Automatic emergency braking applies full stopping power if the radar and camera sensors predict a collision under 50 mph, or taps the binders to warn of trouble above that speed. Lane-keeping assist offers three operating modes: vibrate the wheel to warn of wandering, steer to stay in the lane, or steer back into the lane after departing it. The decklid opens when the fob loiters behind the car for three seconds—no Ford foot waving required, and soft-close doors are optional. A huge 9-inch color head-up display shows nav directions and blind-spot warnings along with the typical speed and cruise settings. A CO2 sensor disables recirc mode at 2500 parts/million to prevent drowsiness. A standard 8-inch or optional 9.2-inch 720p high-def touch-screen (with the optional 17-speaker Lexicon stereo) both support internet radio and SIRI voice searching (when paired with iOS devices). Finally, the classier interior offers five color schemes and five types of wood for greater personalization.
How’s it drive? Judging from a very brief proving-ground spin in pilot-built examples (a rear-drive 3.8 and an all-wheel 5.0) driven back-to-back with a first-gen Genesis, a 535i, and an E350 4Matic, the car looks, feels, and drives like a bigger car (it is 3.5-4.7 inches longer and an inch-plus wider than the Germans) and its interior seems more deluxe. The V-6 feels smoother than the BMW’s I-6, but neither Hyundai engine felt as quick as that twin-turbo. The Genesis’ eight-speed shifts smoother than either German but was reluctant to downshift, even when using the paddles, which may be a pre-production calibration issue. Two laps of an unfamiliar handling circuit provided no solid conclusions, but the level of body roll and steering feedback didn’t exactly scream “sport sedan.”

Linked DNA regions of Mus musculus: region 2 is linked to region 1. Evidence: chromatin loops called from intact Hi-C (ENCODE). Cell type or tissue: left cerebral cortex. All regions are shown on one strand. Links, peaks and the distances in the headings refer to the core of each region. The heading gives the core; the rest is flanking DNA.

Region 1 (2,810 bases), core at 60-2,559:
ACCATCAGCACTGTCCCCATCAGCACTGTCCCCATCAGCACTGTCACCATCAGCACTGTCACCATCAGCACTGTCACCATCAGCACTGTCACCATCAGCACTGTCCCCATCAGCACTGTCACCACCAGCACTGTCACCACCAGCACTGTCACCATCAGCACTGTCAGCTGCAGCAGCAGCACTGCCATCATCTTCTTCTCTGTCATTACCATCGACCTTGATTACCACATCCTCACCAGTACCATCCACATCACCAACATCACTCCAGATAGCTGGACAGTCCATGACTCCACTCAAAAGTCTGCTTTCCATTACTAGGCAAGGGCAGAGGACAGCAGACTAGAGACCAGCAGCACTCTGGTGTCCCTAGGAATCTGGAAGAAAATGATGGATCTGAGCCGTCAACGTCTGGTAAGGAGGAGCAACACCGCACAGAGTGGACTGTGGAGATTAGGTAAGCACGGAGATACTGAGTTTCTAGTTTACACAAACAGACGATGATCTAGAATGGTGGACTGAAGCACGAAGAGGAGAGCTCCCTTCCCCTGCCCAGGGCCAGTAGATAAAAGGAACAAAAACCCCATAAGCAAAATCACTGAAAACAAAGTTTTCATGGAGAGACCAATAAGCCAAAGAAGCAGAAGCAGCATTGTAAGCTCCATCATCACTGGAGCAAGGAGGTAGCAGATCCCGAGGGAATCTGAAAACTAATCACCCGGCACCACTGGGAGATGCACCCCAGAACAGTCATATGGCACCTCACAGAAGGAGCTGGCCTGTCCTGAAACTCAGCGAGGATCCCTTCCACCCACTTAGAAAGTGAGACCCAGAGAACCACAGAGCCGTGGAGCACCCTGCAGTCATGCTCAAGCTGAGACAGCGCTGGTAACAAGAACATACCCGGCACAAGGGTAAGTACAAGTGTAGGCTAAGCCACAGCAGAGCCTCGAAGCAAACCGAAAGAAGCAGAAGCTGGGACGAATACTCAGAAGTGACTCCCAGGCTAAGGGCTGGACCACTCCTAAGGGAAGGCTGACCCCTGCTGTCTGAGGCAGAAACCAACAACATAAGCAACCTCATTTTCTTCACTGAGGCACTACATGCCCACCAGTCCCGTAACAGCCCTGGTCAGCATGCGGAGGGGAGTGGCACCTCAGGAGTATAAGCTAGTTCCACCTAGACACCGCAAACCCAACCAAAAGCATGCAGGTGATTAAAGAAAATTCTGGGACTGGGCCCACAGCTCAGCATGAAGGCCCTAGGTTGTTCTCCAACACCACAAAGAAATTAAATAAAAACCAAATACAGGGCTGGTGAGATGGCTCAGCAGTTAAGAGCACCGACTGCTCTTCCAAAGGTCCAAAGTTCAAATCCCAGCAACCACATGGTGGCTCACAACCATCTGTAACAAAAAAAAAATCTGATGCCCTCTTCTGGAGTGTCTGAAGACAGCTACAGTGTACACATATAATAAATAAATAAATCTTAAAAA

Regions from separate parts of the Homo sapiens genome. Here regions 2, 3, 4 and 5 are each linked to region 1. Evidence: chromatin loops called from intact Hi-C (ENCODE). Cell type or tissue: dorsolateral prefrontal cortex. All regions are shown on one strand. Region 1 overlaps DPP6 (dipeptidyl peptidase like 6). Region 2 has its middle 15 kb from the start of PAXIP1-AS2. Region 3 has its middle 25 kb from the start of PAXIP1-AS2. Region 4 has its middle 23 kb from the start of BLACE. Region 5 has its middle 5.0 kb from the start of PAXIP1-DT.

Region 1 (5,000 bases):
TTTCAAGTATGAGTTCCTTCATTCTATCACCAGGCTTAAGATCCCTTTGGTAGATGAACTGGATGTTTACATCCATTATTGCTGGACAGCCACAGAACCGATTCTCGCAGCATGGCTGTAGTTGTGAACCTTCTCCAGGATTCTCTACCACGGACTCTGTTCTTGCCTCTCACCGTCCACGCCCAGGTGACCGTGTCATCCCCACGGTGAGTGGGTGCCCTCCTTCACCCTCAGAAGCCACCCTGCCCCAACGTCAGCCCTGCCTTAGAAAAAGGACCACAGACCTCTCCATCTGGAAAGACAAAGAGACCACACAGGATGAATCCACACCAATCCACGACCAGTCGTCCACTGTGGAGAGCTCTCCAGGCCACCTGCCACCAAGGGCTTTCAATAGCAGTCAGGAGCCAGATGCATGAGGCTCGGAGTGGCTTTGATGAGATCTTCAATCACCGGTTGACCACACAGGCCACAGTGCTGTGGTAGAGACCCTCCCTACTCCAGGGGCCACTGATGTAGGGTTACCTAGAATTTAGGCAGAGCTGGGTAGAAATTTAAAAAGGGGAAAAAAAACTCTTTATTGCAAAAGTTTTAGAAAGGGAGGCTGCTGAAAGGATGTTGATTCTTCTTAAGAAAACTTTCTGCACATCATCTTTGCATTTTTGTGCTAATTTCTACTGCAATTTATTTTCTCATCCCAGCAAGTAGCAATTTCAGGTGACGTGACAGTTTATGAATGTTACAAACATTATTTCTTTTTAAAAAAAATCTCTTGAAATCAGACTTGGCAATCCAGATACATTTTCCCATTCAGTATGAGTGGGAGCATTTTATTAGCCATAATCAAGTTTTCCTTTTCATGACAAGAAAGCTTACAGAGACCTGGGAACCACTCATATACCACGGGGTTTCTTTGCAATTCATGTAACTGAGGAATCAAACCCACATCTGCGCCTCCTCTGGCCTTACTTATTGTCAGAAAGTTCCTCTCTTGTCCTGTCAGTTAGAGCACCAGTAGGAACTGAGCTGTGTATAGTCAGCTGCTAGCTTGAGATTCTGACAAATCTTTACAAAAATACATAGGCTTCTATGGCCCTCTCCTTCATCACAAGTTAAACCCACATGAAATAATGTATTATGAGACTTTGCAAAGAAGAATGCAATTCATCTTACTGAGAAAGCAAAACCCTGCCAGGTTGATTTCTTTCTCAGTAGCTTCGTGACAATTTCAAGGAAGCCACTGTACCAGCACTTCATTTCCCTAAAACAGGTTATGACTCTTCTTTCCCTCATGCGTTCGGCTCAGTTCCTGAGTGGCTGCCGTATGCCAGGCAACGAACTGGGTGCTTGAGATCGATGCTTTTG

But just because Hyundai is calling the Genesis a sport sedan and comparing it with autobahn-stormers doesn’t mean we need to. I suspect the 2015 Genesis will be an even more delightful car to drive at about six-tenths than the current car is, and that—along with its dashing design—could be enough to inspire some religious fervor on the sales charts.
The Genesis is expected to debut officially at the 2014 Detroit Auto Show in January.